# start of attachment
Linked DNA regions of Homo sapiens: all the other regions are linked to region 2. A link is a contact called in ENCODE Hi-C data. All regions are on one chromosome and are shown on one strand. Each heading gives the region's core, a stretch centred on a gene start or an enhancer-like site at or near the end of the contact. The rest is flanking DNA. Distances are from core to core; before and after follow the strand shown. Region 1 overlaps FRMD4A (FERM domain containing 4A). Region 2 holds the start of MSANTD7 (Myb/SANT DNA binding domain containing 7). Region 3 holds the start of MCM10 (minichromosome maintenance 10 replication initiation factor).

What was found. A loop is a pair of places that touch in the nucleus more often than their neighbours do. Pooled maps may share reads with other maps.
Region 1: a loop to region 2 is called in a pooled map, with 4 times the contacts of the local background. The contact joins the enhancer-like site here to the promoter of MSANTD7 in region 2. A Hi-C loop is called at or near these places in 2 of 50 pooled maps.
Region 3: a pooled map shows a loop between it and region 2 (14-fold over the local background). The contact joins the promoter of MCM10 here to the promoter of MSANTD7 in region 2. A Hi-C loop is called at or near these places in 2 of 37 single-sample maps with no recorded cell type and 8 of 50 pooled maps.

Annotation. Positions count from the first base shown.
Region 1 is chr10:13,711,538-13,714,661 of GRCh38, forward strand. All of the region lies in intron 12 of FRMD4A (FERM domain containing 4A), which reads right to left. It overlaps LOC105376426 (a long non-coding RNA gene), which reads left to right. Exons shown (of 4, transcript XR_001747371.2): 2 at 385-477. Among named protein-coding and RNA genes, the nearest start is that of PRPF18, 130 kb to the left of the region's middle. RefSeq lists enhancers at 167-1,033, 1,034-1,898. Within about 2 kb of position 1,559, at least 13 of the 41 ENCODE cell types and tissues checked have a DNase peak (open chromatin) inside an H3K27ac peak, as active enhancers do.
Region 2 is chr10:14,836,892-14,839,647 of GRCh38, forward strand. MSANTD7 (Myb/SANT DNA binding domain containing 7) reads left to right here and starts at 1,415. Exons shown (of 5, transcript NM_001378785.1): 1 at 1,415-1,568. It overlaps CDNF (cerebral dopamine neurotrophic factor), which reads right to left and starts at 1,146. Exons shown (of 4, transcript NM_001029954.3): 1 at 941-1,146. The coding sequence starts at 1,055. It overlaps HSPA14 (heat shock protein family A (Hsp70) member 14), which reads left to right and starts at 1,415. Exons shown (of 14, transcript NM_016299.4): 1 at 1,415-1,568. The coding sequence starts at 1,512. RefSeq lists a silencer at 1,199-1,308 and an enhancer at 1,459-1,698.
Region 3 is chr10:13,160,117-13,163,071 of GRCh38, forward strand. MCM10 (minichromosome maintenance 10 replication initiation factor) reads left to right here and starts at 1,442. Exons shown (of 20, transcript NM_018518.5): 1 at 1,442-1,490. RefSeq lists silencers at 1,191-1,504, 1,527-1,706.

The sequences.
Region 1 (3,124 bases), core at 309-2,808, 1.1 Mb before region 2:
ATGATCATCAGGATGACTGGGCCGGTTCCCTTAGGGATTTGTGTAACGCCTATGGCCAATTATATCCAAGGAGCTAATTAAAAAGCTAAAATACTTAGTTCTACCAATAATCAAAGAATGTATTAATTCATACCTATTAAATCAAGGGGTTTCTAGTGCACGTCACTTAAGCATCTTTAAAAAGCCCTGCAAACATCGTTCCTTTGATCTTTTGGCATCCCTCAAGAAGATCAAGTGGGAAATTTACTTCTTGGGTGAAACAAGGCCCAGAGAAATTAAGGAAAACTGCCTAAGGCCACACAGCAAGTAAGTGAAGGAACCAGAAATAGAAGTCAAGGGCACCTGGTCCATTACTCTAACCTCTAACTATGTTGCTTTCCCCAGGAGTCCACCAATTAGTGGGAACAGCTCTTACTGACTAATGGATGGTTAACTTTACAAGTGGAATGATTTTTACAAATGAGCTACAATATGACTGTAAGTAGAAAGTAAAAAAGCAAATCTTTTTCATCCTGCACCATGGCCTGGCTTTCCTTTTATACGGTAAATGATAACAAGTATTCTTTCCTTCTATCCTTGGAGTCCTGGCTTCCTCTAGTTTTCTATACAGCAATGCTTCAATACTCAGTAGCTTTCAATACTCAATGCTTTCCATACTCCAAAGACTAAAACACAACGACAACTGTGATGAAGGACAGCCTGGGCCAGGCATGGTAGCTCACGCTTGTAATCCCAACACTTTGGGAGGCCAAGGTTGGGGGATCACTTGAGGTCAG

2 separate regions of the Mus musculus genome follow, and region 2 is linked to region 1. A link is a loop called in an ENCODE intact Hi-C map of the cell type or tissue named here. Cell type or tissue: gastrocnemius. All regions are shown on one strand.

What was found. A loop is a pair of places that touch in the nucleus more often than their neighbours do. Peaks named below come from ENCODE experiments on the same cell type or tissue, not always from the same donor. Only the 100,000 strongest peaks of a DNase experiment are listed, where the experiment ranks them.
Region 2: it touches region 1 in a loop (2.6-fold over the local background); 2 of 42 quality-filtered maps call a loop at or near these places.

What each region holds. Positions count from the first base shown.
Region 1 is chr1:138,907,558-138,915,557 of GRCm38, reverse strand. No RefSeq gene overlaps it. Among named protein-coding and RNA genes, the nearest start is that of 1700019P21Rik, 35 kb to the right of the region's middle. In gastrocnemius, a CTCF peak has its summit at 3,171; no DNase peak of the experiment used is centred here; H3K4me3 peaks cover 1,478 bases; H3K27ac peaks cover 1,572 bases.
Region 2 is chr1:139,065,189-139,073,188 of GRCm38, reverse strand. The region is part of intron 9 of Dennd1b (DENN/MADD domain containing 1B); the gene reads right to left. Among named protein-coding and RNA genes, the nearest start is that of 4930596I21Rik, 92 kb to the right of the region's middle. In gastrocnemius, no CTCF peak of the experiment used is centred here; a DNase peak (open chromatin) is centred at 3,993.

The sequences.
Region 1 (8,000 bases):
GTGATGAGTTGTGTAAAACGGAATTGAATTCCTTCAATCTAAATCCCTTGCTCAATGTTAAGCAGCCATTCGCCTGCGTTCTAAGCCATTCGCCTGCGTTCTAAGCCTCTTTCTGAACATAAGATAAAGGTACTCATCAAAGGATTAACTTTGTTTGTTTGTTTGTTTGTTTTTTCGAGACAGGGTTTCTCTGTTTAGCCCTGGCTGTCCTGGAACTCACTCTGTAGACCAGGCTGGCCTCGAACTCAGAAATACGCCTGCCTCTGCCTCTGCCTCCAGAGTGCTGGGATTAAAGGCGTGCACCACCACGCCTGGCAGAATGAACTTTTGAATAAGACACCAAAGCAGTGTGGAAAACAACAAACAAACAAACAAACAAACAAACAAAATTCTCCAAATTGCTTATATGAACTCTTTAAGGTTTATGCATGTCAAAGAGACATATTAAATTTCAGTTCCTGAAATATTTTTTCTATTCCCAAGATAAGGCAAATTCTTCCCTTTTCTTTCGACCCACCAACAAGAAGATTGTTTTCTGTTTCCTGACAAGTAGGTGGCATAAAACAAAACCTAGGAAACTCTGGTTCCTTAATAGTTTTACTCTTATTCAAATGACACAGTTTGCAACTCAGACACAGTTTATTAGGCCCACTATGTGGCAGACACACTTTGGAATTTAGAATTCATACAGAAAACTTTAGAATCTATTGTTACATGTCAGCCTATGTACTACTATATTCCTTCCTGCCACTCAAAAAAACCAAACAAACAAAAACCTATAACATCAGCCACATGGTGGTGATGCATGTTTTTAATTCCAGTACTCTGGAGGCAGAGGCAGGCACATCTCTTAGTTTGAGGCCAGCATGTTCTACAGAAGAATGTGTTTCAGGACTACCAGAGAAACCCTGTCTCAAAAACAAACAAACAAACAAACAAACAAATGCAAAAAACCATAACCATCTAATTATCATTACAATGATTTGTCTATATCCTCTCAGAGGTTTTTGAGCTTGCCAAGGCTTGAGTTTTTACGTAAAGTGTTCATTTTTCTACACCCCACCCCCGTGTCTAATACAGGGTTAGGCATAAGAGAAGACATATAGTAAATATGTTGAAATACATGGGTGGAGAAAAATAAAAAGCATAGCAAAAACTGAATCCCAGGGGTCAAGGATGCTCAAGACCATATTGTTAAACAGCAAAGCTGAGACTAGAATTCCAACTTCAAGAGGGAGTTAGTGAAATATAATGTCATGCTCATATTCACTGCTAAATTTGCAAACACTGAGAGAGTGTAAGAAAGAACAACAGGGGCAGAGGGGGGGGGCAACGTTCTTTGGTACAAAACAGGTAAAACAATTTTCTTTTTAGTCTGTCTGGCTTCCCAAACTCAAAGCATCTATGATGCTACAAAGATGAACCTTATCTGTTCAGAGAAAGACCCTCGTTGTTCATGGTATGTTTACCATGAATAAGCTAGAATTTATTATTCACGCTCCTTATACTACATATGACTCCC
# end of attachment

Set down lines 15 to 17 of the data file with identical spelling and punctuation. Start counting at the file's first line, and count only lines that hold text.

What each region holds. Positions count from the first base shown.
Region 1 is chr1:138,907,558-138,915,557 of GRCm38, reverse strand. No RefSeq gene overlaps it. Among named protein-coding and RNA genes, the nearest start is that of 1700019P21Rik, 35 kb to the right of the region's middle. In gastrocnemius, a CTCF peak has its summit at 3,171; no DNase peak of the experiment used is centred here; H3K4me3 peaks cover 1,478 bases; H3K27ac peaks cover 1,572 bases.
Region 2 is chr1:139,065,189-139,073,188 of GRCm38, reverse strand. The region is part of intron 9 of Dennd1b (DENN/MADD domain containing 1B); the gene reads right to left. Among named protein-coding and RNA genes, the nearest start is that of 4930596I21Rik, 92 kb to the right of the region's middle. In gastrocnemius, no CTCF peak of the experiment used is centred here; a DNase peak (open chromatin) is centred at 3,993.